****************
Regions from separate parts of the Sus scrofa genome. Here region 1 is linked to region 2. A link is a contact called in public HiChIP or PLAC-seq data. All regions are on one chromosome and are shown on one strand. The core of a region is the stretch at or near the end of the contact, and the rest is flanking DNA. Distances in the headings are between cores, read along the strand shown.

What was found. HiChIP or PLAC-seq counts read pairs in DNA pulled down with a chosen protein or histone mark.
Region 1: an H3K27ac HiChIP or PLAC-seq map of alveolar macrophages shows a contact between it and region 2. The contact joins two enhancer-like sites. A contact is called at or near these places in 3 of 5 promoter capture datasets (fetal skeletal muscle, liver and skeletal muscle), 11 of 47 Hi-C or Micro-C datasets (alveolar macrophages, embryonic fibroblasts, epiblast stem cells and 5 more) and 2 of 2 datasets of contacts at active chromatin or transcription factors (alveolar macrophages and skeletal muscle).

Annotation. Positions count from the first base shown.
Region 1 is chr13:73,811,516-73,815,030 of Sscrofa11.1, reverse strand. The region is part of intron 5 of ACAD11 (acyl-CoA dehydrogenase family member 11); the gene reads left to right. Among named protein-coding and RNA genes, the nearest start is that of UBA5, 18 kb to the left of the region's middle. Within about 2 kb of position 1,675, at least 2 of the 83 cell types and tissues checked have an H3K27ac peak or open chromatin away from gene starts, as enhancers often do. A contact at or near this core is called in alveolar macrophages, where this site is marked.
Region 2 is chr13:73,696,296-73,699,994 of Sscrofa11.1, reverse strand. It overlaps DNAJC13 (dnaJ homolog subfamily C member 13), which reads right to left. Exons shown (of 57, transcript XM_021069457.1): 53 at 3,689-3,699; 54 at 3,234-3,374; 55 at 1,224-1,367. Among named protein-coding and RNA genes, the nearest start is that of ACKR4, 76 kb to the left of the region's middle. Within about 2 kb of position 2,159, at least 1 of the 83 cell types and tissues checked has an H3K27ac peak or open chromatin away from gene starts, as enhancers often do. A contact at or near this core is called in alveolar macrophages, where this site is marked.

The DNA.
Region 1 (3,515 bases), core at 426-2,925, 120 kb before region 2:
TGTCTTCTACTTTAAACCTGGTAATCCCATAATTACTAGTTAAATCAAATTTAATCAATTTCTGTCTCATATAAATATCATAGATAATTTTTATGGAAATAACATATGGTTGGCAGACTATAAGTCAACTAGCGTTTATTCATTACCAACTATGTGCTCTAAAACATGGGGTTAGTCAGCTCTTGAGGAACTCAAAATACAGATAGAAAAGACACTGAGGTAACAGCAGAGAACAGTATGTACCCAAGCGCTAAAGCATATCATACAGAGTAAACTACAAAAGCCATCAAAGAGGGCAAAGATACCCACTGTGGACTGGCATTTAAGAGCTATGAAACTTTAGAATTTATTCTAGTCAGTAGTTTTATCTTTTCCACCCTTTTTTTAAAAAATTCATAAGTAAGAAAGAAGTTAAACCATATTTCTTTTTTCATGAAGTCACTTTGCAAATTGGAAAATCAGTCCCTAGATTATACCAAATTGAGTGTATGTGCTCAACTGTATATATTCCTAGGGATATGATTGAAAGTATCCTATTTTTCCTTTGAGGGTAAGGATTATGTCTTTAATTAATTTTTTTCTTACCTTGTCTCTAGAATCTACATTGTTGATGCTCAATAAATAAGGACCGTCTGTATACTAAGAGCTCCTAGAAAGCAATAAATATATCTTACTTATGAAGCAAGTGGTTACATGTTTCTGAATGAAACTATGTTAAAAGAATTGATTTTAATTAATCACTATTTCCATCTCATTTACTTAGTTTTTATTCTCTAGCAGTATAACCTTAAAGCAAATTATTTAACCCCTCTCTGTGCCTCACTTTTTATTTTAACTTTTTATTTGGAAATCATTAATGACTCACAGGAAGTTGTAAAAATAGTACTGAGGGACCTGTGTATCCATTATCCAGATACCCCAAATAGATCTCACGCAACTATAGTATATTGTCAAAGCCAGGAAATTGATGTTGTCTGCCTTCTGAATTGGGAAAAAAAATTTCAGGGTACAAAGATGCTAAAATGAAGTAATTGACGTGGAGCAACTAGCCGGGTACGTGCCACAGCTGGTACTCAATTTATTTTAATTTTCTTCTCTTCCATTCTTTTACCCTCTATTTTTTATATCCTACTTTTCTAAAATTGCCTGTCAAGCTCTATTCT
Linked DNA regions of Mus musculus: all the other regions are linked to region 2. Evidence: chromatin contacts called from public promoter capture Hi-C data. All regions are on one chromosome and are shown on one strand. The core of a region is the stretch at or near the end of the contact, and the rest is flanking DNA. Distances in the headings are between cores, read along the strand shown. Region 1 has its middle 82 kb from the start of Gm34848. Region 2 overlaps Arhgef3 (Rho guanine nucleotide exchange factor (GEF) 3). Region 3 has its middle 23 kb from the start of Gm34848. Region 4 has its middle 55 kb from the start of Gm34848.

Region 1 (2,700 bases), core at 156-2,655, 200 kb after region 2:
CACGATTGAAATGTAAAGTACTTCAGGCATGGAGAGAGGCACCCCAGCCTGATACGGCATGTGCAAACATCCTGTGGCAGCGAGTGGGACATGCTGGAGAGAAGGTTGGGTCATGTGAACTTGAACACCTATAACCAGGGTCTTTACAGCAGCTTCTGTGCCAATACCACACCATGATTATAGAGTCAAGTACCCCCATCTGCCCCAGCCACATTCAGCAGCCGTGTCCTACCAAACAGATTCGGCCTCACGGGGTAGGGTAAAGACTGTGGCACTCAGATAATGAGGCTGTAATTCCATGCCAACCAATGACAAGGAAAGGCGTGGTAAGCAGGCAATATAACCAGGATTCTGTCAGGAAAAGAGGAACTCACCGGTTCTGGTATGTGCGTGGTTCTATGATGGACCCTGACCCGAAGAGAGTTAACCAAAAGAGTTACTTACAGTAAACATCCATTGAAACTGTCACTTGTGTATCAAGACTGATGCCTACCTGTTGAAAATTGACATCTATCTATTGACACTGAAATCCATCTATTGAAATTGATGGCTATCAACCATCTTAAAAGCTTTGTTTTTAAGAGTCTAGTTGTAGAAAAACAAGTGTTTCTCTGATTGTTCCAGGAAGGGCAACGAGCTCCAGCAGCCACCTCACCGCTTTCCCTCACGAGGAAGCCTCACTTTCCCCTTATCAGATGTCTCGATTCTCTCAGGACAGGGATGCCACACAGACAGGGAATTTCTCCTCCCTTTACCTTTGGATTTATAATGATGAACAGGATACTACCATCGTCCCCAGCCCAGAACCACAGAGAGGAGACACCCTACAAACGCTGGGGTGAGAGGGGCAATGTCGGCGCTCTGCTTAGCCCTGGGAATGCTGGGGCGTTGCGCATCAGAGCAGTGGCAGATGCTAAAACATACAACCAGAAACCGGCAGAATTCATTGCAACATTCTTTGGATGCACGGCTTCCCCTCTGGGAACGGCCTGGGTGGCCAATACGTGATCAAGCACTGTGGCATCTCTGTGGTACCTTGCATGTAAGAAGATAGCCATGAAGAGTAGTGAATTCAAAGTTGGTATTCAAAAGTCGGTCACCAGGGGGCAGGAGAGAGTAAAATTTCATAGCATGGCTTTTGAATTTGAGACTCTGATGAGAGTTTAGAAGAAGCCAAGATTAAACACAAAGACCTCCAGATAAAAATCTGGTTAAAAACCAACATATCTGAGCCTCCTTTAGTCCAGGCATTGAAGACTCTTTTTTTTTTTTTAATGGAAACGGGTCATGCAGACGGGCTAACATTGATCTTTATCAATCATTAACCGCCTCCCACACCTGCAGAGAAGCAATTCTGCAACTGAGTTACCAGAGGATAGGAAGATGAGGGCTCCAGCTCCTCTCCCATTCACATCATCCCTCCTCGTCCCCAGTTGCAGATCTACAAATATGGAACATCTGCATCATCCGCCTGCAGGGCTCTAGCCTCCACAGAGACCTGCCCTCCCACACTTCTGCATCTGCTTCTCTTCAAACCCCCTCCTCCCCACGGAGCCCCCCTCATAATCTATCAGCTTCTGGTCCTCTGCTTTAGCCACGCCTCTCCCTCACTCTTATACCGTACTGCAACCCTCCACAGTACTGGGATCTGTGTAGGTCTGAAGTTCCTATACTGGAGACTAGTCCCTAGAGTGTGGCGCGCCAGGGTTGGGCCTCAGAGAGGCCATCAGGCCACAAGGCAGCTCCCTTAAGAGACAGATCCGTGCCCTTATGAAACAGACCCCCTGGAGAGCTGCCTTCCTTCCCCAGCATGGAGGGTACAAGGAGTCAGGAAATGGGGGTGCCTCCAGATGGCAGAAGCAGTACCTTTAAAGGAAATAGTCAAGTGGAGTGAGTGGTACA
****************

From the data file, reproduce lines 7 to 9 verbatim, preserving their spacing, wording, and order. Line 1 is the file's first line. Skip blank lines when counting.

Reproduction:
The DNA.
Region 1 (3,515 bases), core at 426-2,925, 120 kb before region 2:
TGTCTTCTACTTTAAACCTGGTAATCCCATAATTACTAGTTAAATCAAATTTAATCAATTTCTGTCTCATATAAATATCATAGATAATTTTTATGGAAATAACATATGGTTGGCAGACTATAAGTCAACTAGCGTTTATTCATTACCAACTATGTGCTCTAAAACATGGGGTTAGTCAGCTCTTGAGGAACTCAAAATACAGATAGAAAAGACACTGAGGTAACAGCAGAGAACAGTATGTACCCAAGCGCTAAAGCATATCATACAGAGTAAACTACAAAAGCCATCAAAGAGGGCAAAGATACCCACTGTGGACTGGCATTTAAGAGCTATGAAACTTTAGAATTTATTCTAGTCAGTAGTTTTATCTTTTCCACCCTTTTTTTAAAAAATTCATAAGTAAGAAAGAAGTTAAACCATATTTCTTTTTTCATGAAGTCACTTTGCAAATTGGAAAATCAGTCCCTAGATTATACCAAATTGAGTGTATGTGCTCAACTGTATATATTCCTAGGGATATGATTGAAAGTATCCTATTTTTCCTTTGAGGGTAAGGATTATGTCTTTAATTAATTTTTTTCTTACCTTGTCTCTAGAATCTACATTGTTGATGCTCAATAAATAAGGACCGTCTGTATACTAAGAGCTCCTAGAAAGCAATAAATATATCTTACTTATGAAGCAAGTGGTTACATGTTTCTGAATGAAACTATGTTAAAAGAATTGATTTTAATTAATCACTATTTCCATCTCATTTACTTAGTTTTTATTCTCTAGCAGTATAACCTTAAAGCAAATTATTTAACCCCTCTCTGTGCCTCACTTTTTATTTTAACTTTTTATTTGGAAATCATTAATGACTCACAGGAAGTTGTAAAAATAGTACTGAGGGACCTGTGTATCCATTATCCAGATACCCCAAATAGATCTCACGCAACTATAGTATATTGTCAAAGCCAGGAAATTGATGTTGTCTGCCTTCTGAATTGGGAAAAAAAATTTCAGGGTACAAAGATGCTAAAATGAAGTAATTGACGTGGAGCAACTAGCCGGGTACGTGCCACAGCTGGTACTCAATTTATTTTAATTTTCTTCTCTTCCATTCTTTTACCCTCTATTTTTTATATCCTACTTTTCTAAAATTGCCTGTCAAGCTCTATTCT